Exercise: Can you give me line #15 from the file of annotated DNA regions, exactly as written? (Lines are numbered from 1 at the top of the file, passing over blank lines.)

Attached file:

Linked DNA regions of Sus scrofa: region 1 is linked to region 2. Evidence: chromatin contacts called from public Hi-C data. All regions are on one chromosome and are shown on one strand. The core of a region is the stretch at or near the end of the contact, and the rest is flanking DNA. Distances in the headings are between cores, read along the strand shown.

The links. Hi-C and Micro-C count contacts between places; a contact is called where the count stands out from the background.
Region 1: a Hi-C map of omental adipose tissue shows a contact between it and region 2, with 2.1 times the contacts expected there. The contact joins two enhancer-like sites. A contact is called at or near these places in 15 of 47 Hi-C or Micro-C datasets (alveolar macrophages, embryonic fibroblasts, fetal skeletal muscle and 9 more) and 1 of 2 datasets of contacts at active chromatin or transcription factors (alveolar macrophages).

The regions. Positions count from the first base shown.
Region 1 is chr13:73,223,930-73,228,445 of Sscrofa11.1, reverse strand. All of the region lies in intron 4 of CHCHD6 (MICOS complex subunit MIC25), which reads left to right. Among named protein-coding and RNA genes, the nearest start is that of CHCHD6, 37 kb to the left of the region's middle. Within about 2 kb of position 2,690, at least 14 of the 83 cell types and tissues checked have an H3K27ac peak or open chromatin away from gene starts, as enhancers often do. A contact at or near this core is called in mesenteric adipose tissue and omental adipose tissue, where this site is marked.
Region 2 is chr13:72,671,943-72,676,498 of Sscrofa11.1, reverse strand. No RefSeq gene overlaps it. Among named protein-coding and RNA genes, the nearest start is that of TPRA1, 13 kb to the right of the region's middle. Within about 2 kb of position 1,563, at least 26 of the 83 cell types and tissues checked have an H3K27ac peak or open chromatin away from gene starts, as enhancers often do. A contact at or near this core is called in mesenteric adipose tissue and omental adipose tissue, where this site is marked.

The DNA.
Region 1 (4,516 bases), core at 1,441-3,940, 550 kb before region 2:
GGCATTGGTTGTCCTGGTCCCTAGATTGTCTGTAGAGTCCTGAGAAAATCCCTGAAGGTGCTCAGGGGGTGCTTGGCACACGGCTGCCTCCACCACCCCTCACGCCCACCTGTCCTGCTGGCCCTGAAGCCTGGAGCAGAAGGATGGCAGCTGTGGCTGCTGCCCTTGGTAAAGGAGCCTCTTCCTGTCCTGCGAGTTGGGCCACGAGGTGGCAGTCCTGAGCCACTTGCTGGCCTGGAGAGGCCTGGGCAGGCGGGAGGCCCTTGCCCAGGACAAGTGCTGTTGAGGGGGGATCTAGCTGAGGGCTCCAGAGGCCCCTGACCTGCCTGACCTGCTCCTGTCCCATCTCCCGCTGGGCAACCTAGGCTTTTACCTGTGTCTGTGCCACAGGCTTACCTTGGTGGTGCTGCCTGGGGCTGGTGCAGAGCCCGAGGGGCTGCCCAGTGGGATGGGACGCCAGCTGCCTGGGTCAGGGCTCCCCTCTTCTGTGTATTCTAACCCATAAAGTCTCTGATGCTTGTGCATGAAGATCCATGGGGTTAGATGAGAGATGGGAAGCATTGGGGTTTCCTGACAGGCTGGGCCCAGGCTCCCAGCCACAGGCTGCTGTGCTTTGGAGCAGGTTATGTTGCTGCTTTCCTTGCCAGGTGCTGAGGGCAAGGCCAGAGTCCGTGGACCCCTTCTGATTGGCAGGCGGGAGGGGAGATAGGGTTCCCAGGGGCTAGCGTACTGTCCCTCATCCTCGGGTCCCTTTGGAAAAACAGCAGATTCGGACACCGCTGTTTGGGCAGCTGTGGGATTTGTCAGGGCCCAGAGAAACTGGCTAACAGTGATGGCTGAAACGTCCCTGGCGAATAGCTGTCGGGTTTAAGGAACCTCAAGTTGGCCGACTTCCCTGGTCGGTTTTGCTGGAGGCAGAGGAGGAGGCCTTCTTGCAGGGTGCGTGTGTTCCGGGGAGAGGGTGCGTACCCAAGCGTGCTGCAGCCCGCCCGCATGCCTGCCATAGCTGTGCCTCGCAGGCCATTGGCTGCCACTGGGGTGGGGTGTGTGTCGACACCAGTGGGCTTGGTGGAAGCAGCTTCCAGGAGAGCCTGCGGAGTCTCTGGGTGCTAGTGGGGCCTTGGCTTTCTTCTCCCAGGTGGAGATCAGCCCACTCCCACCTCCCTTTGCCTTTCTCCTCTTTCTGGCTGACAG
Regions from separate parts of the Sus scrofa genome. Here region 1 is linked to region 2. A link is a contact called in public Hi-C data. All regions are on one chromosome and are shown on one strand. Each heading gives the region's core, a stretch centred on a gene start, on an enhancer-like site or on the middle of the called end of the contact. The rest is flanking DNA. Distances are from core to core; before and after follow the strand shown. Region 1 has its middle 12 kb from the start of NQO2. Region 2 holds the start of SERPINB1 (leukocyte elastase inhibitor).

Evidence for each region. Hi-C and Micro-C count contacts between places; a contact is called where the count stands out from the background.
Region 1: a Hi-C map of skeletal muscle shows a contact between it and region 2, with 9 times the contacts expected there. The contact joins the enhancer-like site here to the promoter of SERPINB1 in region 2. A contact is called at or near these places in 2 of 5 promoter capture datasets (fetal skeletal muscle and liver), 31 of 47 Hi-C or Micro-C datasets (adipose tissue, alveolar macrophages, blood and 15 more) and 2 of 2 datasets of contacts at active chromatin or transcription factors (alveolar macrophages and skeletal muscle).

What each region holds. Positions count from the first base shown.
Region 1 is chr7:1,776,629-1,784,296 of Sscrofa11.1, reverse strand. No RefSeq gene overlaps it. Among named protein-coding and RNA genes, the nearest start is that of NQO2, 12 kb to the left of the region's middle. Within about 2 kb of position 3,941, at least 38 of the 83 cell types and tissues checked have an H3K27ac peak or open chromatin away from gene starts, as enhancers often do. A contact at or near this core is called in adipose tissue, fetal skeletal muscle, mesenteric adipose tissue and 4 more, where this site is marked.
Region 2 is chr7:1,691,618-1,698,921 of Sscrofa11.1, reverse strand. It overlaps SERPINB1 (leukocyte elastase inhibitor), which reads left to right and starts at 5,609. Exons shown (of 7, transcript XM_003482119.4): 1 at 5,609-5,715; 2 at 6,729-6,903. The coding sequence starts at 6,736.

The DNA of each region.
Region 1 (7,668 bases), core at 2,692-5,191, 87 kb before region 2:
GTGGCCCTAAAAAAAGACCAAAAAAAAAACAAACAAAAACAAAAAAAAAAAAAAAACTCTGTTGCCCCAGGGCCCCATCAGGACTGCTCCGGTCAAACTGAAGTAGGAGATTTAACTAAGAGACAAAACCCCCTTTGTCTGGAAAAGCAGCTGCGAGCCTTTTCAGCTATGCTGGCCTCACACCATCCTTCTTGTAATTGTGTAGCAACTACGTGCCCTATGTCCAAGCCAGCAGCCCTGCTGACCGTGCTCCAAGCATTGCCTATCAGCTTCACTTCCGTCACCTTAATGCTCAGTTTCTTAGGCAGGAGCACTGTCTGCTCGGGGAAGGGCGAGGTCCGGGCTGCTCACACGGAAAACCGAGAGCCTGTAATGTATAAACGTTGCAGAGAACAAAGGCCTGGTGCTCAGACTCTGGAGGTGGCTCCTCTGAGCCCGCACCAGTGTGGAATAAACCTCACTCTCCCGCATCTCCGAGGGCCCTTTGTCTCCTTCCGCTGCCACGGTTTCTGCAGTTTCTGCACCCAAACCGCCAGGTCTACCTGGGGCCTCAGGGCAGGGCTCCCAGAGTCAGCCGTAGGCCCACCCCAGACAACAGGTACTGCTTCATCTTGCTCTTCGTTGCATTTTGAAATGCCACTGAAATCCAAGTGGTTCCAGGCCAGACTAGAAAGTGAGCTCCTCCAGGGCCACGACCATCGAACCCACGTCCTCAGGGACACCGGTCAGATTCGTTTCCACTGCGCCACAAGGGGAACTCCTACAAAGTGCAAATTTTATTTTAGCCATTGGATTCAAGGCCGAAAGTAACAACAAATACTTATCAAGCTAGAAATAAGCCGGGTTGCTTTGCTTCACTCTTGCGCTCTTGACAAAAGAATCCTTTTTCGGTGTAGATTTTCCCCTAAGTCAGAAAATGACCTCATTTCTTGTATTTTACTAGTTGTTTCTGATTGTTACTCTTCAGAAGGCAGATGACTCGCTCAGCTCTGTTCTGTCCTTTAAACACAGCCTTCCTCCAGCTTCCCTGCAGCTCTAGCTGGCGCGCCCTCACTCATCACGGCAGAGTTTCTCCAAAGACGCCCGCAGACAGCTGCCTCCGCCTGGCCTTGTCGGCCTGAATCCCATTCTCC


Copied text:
Region 2 is chr7:1,691,618-1,698,921 of Sscrofa11.1, reverse strand. It overlaps SERPINB1 (leukocyte elastase inhibitor), which reads left to right and starts at 5,609. Exons shown (of 7, transcript XM_003482119.4): 1 at 5,609-5,715; 2 at 6,729-6,903. The coding sequence starts at 6,736.